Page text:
purposely did not change it’s name. The phrase “La Casa Vieja” had already become firmly associated with the building (As it literally means “the old house” in Spanish, a reference to its status as the former residence of the pioneer Hayden family). Not wishing to undermine a meaningful title, Dad just added his surname as a prefix.

And Now, a Pause From Our Sponsor–Monti’s La Casa Vieja World Headquarters–to Make The Cash Register Ring:

Thanksgiving: In an effort to continue to buck what may seem obvious, we ask WHO NEEDS TURKEY??? We don’t and we won’t.  Instead, I invite you to try our
Thanksgiving Special — the Monti’s Surf & Turf Special 11oz. Herb Crusted Prime Rib & 3 Jumbo Fried Shrimp for $19.95. Meal includes our famous Roman Bread,
soup or tossed salad with dressing choice, vegetable medley and your
choice of baked potato, French fries, cottage cheese, spaghetti, mashed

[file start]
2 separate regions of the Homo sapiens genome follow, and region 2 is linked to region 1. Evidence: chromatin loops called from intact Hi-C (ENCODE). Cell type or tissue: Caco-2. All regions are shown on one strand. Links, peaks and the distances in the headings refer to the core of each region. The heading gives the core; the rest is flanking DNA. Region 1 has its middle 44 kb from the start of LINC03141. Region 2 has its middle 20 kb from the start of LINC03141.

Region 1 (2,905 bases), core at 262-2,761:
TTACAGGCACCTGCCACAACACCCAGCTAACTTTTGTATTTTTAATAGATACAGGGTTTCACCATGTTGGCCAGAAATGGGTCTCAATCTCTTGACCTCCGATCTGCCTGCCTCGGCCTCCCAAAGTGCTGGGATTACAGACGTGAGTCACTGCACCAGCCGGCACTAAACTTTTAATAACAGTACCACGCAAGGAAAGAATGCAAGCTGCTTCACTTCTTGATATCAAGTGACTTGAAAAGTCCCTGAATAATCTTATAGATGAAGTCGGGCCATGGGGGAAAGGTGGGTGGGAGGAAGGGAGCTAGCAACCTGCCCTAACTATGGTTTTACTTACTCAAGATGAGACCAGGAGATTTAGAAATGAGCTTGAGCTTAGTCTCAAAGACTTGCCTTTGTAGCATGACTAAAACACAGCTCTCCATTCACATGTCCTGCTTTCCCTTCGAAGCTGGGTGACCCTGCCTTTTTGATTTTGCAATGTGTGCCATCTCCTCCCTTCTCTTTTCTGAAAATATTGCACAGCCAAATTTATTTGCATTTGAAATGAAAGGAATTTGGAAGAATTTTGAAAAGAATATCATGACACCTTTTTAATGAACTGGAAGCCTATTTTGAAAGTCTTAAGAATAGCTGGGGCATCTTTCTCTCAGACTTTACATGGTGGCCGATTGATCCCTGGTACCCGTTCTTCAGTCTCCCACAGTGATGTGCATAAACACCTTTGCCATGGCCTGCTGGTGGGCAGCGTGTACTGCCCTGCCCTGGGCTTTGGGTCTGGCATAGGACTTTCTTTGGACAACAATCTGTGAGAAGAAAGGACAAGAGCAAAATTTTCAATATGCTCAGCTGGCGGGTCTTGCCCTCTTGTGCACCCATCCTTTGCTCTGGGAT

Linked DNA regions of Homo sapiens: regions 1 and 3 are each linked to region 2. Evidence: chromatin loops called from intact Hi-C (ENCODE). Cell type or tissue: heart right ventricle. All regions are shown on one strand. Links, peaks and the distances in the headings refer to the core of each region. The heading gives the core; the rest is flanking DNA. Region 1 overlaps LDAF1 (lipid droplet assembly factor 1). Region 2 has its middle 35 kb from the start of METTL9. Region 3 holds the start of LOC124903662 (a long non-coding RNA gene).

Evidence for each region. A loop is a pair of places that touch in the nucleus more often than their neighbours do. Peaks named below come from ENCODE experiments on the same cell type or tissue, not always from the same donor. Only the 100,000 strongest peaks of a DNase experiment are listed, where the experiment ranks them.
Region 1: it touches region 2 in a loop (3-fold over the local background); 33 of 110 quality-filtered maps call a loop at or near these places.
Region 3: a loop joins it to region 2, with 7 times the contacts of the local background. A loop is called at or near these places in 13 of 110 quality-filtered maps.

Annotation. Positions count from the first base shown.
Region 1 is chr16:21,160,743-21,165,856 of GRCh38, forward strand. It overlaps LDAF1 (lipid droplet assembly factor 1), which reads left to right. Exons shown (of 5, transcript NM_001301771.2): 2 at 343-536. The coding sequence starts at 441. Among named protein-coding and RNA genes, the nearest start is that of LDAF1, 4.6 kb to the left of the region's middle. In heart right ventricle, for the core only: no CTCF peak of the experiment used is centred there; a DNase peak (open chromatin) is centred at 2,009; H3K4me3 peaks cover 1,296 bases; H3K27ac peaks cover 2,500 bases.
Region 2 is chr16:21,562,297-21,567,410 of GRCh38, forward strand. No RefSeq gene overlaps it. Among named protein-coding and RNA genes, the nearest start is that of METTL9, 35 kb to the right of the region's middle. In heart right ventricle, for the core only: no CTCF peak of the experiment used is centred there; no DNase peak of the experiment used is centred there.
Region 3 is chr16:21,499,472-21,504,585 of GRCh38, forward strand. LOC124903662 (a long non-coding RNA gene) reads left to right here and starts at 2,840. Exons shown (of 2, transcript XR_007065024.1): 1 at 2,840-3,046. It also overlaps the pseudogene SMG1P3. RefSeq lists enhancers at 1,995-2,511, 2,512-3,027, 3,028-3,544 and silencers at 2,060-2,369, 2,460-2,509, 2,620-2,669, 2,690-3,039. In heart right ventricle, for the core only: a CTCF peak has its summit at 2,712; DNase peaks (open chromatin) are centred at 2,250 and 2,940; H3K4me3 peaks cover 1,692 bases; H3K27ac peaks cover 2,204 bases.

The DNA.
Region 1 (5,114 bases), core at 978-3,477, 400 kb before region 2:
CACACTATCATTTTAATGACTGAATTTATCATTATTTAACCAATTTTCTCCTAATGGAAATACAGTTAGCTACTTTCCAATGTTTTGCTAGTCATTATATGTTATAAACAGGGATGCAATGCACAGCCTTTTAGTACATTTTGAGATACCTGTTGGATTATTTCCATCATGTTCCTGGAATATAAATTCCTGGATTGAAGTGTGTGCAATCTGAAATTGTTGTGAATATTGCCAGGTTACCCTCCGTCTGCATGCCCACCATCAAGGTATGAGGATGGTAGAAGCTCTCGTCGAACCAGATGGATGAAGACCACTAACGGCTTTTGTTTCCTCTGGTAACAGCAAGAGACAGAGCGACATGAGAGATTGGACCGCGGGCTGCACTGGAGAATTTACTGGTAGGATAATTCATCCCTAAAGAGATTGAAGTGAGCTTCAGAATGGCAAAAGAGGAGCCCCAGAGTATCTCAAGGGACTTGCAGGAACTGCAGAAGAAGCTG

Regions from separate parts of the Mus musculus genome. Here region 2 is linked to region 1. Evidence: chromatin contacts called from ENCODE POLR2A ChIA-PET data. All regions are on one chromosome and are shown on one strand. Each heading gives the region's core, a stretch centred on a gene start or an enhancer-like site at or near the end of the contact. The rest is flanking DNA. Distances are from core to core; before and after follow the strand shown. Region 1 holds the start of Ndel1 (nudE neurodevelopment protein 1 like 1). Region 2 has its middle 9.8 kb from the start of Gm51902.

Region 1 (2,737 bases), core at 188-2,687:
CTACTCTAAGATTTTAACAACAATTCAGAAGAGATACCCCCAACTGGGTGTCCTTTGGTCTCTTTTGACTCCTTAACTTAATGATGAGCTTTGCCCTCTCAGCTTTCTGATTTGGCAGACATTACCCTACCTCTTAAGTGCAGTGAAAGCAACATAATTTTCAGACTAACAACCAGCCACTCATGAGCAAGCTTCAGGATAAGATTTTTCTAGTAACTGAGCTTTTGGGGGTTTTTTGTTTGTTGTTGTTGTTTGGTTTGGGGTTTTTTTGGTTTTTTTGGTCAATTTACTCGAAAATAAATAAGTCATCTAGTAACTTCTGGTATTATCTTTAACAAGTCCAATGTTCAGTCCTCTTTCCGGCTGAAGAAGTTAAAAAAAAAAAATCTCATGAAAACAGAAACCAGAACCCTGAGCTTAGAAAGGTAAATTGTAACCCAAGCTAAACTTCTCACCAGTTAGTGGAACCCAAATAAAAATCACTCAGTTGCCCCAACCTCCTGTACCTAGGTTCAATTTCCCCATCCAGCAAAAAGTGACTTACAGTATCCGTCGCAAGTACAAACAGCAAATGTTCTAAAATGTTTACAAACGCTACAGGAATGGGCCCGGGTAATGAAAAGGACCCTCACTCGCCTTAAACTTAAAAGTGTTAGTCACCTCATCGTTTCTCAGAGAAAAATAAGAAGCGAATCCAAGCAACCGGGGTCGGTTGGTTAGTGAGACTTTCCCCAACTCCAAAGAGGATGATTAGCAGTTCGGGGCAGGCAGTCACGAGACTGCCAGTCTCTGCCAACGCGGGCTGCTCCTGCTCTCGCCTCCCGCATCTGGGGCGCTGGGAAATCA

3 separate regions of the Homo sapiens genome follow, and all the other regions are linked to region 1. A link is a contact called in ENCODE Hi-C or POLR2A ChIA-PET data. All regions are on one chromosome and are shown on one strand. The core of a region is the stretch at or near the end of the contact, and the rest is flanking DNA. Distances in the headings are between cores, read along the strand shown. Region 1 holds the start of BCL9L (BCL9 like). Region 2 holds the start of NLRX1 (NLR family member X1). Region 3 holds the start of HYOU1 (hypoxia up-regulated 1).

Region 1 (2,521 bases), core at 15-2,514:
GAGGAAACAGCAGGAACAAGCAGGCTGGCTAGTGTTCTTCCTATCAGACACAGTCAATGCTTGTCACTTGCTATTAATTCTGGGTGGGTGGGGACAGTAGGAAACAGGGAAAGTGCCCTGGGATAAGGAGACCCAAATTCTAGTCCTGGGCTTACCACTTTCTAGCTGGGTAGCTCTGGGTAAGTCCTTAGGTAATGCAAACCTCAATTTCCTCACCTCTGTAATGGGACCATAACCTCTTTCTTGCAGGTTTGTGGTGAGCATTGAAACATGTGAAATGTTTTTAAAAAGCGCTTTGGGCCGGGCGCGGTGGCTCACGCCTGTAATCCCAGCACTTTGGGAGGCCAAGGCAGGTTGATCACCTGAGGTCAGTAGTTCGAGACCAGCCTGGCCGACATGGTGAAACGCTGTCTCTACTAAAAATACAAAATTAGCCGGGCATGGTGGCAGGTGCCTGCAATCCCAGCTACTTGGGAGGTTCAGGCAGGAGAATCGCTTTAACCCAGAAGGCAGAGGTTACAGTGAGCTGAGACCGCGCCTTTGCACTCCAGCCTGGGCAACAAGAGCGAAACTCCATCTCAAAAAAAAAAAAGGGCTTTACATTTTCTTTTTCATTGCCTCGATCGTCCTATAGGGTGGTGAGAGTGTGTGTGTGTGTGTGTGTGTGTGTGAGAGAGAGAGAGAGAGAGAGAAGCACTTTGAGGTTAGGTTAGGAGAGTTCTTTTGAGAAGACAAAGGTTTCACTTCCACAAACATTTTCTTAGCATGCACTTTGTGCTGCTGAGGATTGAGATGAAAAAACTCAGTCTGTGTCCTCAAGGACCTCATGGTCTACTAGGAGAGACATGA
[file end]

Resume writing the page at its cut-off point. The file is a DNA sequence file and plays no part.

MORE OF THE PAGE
potatoes or long grain wild rice pilaf. Finish off the meal with a slice
of pumpkin pie for only $2.95. And, as always, we will offer our regular
full menu (which does not include turkey) for those of you that come to
the restaurant craving your “usual” this year. For reservations call

Sergio Leone’s “Spaghetti Westerns” of the 1960s may be the most well-known evidence of the Italian fascination with the Old West, but they are only the tip of the iceberg. When visiting family in Italy, my Dad would often ask his elderly cousin Elena to sing a popular song of the early 1900s, “La Giu in Arizona”–“Down There in Arizona”. Over a decade ago, while channel-surfing on cable, I was floored when I ran across a TNT-produced movie called “Time to Kill”, starring Nicolas Cage as a young Italian soldier in Africa whose life is turned upside-down when he accidentally kills the woman he loves. The story
unfolds during Mussolini’s 1936 attempt to conquer Ethiopia. In one scene Cage and another soldier, far from home, sit on a porch listening to Italian music crackling from an old hand-cranked Victrola. The song? “La Giu in Arizona.” The song is a testament to the romance of the Old West felt around the world.